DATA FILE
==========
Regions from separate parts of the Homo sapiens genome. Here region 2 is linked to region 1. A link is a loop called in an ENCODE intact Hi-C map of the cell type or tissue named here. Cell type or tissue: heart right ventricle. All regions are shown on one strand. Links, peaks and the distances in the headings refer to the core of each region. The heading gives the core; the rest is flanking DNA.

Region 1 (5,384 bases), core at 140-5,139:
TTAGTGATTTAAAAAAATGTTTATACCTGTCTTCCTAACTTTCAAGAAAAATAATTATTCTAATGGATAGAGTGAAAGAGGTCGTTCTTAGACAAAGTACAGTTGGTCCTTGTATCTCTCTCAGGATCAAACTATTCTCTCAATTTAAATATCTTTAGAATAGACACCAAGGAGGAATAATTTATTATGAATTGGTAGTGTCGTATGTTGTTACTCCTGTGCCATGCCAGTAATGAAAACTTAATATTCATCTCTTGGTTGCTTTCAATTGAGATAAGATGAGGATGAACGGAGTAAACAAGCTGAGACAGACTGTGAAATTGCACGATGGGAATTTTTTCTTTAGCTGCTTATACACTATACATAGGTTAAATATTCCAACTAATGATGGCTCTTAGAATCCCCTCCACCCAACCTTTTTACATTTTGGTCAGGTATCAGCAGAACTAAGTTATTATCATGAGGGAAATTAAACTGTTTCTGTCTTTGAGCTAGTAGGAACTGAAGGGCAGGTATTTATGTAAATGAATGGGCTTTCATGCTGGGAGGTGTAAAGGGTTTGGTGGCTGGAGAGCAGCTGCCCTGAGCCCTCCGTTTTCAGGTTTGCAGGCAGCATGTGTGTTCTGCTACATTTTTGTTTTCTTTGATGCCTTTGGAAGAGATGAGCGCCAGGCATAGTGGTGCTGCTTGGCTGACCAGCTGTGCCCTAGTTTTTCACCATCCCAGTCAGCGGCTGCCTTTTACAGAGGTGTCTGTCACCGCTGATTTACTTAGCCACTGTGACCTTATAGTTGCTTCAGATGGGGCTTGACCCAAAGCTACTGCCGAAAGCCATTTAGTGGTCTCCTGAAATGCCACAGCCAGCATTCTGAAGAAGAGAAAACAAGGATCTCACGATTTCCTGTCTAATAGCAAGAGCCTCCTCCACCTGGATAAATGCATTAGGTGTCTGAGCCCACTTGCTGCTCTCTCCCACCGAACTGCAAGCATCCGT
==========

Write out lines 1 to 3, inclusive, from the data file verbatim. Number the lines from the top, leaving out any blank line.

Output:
Regions from separate parts of the Homo sapiens genome. Here region 2 is linked to region 1. A link is a loop called in an ENCODE intact Hi-C map of the cell type or tissue named here. Cell type or tissue: heart right ventricle. All regions are shown on one strand. Links, peaks and the distances in the headings refer to the core of each region. The heading gives the core; the rest is flanking DNA.

Region 1 (5,384 bases), core at 140-5,139:
TTAGTGATTTAAAAAAATGTTTATACCTGTCTTCCTAACTTTCAAGAAAAATAATTATTCTAATGGATAGAGTGAAAGAGGTCGTTCTTAGACAAAGTACAGTTGGTCCTTGTATCTCTCTCAGGATCAAACTATTCTCTCAATTTAAATATCTTTAGAATAGACACCAAGGAGGAATAATTTATTATGAATTGGTAGTGTCGTATGTTGTTACTCCTGTGCCATGCCAGTAATGAAAACTTAATATTCATCTCTTGGTTGCTTTCAATTGAGATAAGATGAGGATGAACGGAGTAAACAAGCTGAGACAGACTGTGAAATTGCACGATGGGAATTTTTTCTTTAGCTGCTTATACACTATACATAGGTTAAATATTCCAACTAATGATGGCTCTTAGAATCCCCTCCACCCAACCTTTTTACATTTTGGTCAGGTATCAGCAGAACTAAGTTATTATCATGAGGGAAATTAAACTGTTTCTGTCTTTGAGCTAGTAGGAACTGAAGGGCAGGTATTTATGTAAATGAATGGGCTTTCATGCTGGGAGGTGTAAAGGGTTTGGTGGCTGGAGAGCAGCTGCCCTGAGCCCTCCGTTTTCAGGTTTGCAGGCAGCATGTGTGTTCTGCTACATTTTTGTTTTCTTTGATGCCTTTGGAAGAGATGAGCGCCAGGCATAGTGGTGCTGCTTGGCTGACCAGCTGTGCCCTAGTTTTTCACCATCCCAGTCAGCGGCTGCCTTTTACAGAGGTGTCTGTCACCGCTGATTTACTTAGCCACTGTGACCTTATAGTTGCTTCAGATGGGGCTTGACCCAAAGCTACTGCCGAAAGCCATTTAGTGGTCTCCTGAAATGCCACAGCCAGCATTCTGAAGAAGAGAAAACAAGGATCTCACGATTTCCTGTCTAATAGCAAGAGCCTCCTCCACCTGGATAAATGCATTAGGTGTCTGAGCCCACTTGCTGCTCTCTCCCACCGAACTGCAAGCATCCGT